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Am J Physiol Regul Integr Comp Physiol. 2016 Dec 1;311(6):R1045-R1059. doi: 10.1152/ajpregu.00023.2016. Epub 2016 Sep 21.

Maternal Western diet increases adiposity even in male offspring of obesity-resistant rat dams: early endocrine risk markers.

Author information

1
Committee on the Neurobiology of Addictive Disorders, The Scripps Research Institute, La Jolla, California.
2
Neurosciences Graduate Program, University of California, San Diego, La Jolla, California.
3
Department of Nutrition Sciences, University of Alabama at Birmingham, Birmingham, Alabama.
4
Neurology Service, VA Medical Center, East Orange, New Jersey; and.
5
Department of Neurology, Rutgers, New Jersey Medical School, Newark, New Jersey.
6
Committee on the Neurobiology of Addictive Disorders, The Scripps Research Institute, La Jolla, California; ezorrilla@scripps.edu.

Abstract

Maternal overnutrition or associated complications putatively mediate the obesogenic effects of perinatal high-fat diet on developing offspring. Here, we tested the hypothesis that a Western diet developmental environment increases adiposity not only in male offspring from obesity-prone (DIO) mothers, but also in those from obesity-resistant (DR) dams, implicating a deleterious role for the Western diet per se. Selectively bred DIO and DR female rats were fed chow (17% kcal fat) or Western diet (32%) for 54 days before mating and, thereafter, through weaning. As intended, despite chow-like caloric intake, Western diet increased prepregnancy weight gain and circulating leptin levels in DIO, but not DR, dams. Yet, in both genotypes, maternal Western diet increased the weight and adiposity of preweanlings, as early as in DR offspring, and increased plasma leptin, insulin, and adiponectin of weanlings. Although body weight normalized with chow feeding during adolescence, young adult Western diet offspring subsequently showed decreased energy expenditure and, in DR offspring, decreased lipid utilization as a fuel substrate. By mid-adulthood, maternal Western diet DR offspring ate more chow, weighed more, and were fatter than controls. Thus, maternal Western diet covertly programmed increased adiposity in childhood and adulthood, disrupted relations of energy regulatory hormones with body fat, and decreased energy expenditure in offspring of lean, genetically obesity-resistant mothers. Maternal Western diet exposure alone, without maternal obesity or overnutrition, can promote offspring weight gain.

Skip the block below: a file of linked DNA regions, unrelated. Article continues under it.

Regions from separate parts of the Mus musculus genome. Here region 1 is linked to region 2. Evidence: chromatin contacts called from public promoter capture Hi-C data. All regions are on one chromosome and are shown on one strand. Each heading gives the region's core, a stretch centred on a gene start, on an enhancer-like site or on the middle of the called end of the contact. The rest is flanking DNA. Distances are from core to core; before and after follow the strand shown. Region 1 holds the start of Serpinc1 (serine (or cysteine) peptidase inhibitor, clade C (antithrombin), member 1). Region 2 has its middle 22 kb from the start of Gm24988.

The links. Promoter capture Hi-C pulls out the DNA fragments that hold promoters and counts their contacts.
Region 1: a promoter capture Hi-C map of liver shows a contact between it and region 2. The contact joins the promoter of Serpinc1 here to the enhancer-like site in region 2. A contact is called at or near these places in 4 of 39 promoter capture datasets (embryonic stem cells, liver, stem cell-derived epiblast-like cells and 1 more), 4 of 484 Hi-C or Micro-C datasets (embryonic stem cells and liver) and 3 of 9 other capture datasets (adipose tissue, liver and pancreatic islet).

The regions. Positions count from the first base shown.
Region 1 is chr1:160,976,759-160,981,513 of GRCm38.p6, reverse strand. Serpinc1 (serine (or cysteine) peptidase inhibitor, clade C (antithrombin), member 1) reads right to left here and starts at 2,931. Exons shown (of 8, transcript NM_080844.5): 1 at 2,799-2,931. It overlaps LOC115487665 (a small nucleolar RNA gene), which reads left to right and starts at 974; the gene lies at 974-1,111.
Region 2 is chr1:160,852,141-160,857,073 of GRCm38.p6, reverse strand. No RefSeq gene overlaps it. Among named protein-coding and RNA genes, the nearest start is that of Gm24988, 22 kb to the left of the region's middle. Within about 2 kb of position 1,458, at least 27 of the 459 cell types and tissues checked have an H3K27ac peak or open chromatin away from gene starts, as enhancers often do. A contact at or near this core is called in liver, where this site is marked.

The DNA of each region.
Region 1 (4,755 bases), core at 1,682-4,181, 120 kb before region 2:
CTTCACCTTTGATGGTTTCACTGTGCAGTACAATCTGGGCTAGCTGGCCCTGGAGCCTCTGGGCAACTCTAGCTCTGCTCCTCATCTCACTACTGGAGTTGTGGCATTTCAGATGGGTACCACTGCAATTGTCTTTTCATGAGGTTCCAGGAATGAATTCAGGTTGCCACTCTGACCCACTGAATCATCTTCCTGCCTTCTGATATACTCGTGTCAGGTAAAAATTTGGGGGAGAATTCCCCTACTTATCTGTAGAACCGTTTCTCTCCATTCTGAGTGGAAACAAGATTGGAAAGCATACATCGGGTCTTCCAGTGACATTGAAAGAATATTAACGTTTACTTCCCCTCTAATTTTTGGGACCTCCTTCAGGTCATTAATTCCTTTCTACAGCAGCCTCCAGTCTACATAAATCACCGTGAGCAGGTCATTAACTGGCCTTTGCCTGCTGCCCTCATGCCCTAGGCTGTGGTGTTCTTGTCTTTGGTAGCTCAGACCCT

KEYWORDS:

diet-induced obesity; endocrine hormone; energy expenditure; environmental programming; heritable obesity

PMID:
27654396
PMCID:
PMC5256983
DOI:
10.1152/ajpregu.00023.2016
[Indexed for MEDLINE]
Free PMC Article

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